Chas Edwards put out a great piece via Mediapost yesterday. I thik it speaks more to the participatory nature of things like group blogs and community sites, but it touches on a number of principles we've incorporated into our Conversational Marketing practice. (Oops, I've already said too much...) ;-) My favorite part:
Lenovo figured laptop buyers would have a greater inclination to buy a product they had a hand in designing. But instead of flying wannabe industrial designers to company headquarters at Raleigh, N.C., Lenovo set up a site that allowed buyers to vote for the color (black or titanium?) on the next line of ThinkPads. A small but significant step toward conversational marketing: the company gave its customers a mechanism to talk back. As I write this, 183,394 people have voted so far.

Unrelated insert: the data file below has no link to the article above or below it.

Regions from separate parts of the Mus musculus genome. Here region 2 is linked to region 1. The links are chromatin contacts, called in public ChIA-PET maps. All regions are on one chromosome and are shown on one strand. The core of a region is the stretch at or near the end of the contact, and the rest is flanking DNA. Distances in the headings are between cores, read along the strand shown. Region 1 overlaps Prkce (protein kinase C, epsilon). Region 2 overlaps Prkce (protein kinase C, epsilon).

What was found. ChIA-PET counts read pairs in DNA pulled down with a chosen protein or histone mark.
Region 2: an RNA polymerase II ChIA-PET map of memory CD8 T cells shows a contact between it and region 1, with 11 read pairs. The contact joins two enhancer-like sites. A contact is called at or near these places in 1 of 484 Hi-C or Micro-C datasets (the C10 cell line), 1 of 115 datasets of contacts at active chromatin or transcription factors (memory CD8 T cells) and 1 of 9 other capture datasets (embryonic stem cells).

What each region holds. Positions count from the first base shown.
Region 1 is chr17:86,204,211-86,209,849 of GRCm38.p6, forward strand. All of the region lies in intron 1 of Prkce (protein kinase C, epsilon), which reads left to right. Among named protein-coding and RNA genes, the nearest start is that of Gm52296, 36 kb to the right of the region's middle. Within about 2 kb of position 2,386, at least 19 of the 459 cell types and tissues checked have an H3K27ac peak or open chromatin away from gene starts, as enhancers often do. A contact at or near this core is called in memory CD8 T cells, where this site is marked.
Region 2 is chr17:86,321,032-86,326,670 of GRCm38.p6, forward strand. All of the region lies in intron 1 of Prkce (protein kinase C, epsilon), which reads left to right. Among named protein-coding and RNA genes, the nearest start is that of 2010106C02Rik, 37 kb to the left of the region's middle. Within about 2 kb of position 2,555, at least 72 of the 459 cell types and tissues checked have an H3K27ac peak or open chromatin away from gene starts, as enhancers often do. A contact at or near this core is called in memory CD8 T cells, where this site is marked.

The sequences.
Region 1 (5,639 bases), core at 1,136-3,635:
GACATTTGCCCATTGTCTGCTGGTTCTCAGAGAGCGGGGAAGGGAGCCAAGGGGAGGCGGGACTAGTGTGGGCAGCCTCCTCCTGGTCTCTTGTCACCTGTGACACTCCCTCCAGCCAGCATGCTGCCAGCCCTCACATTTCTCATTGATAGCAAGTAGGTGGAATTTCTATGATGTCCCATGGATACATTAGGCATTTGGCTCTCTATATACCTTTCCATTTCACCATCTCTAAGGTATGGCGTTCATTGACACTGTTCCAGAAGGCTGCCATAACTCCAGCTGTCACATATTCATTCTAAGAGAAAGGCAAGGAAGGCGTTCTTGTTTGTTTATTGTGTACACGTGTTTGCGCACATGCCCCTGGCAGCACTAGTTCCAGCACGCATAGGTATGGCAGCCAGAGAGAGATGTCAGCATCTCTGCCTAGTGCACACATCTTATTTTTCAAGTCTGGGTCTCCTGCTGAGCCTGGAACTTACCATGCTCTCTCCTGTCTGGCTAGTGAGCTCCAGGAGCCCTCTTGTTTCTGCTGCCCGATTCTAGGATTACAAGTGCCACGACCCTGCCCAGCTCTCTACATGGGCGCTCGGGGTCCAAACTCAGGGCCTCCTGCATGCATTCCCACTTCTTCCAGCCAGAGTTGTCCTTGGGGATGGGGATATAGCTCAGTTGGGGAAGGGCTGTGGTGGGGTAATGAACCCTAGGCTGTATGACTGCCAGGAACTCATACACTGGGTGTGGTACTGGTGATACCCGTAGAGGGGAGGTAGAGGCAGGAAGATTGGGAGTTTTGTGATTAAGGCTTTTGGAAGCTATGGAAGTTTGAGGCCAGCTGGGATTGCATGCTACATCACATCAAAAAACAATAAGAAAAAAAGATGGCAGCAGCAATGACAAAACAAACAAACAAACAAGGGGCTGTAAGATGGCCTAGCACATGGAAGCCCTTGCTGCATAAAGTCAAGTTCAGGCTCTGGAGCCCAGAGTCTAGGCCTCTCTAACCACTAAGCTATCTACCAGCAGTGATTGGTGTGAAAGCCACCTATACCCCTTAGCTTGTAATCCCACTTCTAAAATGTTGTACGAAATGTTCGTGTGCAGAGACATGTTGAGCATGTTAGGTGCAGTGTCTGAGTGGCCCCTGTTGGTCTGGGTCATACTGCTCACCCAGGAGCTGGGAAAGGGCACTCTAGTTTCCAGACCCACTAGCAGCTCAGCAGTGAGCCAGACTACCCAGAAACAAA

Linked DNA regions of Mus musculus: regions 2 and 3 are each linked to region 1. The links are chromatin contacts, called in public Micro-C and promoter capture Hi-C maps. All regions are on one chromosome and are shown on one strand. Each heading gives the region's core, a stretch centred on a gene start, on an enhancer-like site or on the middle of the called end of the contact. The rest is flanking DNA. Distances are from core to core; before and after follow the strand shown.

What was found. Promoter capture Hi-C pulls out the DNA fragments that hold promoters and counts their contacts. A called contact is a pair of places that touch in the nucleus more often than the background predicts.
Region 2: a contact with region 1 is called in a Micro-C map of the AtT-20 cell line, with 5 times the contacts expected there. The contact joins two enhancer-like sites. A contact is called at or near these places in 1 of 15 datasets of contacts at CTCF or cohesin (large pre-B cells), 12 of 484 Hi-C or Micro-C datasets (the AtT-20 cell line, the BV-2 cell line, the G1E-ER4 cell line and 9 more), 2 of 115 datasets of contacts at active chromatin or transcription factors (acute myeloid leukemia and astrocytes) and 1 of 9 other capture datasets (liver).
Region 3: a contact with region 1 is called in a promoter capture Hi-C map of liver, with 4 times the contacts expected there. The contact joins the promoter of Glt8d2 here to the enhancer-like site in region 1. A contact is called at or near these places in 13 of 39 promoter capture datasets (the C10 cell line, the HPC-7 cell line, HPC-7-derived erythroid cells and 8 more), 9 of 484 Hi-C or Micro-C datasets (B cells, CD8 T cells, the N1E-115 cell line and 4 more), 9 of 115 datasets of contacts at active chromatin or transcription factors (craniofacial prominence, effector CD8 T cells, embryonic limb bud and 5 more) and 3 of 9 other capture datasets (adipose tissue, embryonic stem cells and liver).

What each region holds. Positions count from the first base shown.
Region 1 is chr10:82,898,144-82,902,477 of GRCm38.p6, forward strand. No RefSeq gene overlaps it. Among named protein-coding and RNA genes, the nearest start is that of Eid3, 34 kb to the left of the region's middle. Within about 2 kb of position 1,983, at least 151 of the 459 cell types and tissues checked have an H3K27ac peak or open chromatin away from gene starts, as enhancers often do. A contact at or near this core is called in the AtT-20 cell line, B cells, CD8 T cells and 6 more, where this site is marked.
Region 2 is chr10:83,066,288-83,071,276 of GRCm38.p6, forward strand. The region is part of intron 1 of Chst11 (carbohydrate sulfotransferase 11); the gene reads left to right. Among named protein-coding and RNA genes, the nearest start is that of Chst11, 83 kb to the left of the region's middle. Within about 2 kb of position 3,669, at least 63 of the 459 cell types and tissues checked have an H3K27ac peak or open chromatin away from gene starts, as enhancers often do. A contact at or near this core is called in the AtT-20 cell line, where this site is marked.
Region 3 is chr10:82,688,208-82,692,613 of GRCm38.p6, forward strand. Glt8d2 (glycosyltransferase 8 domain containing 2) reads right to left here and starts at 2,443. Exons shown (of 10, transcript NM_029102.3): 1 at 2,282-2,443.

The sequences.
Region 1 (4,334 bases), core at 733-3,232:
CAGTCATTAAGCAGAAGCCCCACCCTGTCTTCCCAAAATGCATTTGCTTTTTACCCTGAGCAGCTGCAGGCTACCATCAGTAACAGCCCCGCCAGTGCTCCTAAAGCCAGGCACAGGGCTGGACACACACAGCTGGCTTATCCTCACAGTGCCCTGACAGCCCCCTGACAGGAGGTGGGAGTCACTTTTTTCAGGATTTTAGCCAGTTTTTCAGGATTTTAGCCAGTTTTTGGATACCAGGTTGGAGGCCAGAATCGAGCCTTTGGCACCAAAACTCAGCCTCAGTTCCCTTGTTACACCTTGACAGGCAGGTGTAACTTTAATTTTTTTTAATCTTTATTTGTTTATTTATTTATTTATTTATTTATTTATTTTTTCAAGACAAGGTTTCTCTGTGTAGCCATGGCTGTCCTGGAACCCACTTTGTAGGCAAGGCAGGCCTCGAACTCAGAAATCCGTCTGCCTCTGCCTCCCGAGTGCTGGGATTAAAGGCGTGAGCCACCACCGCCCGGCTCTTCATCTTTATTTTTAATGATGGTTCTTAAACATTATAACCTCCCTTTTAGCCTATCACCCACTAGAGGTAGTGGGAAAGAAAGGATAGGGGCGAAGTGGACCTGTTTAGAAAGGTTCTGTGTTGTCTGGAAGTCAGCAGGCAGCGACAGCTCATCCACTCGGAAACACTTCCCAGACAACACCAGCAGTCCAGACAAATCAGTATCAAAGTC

This example mirrors the one I've been talking about for years with DigiTech and the GSP-2101 Discussion List. In case I haven't mentioned it yet, that community was so persuasive that it ended up being the catalyst for a meta-language written by tech-savvy list members that allowed people to share programs and save them to external devices. Additionally, list members directly contributed feature ideas to future product releases. A customer has got to be pretty dedicated to pull off something like that.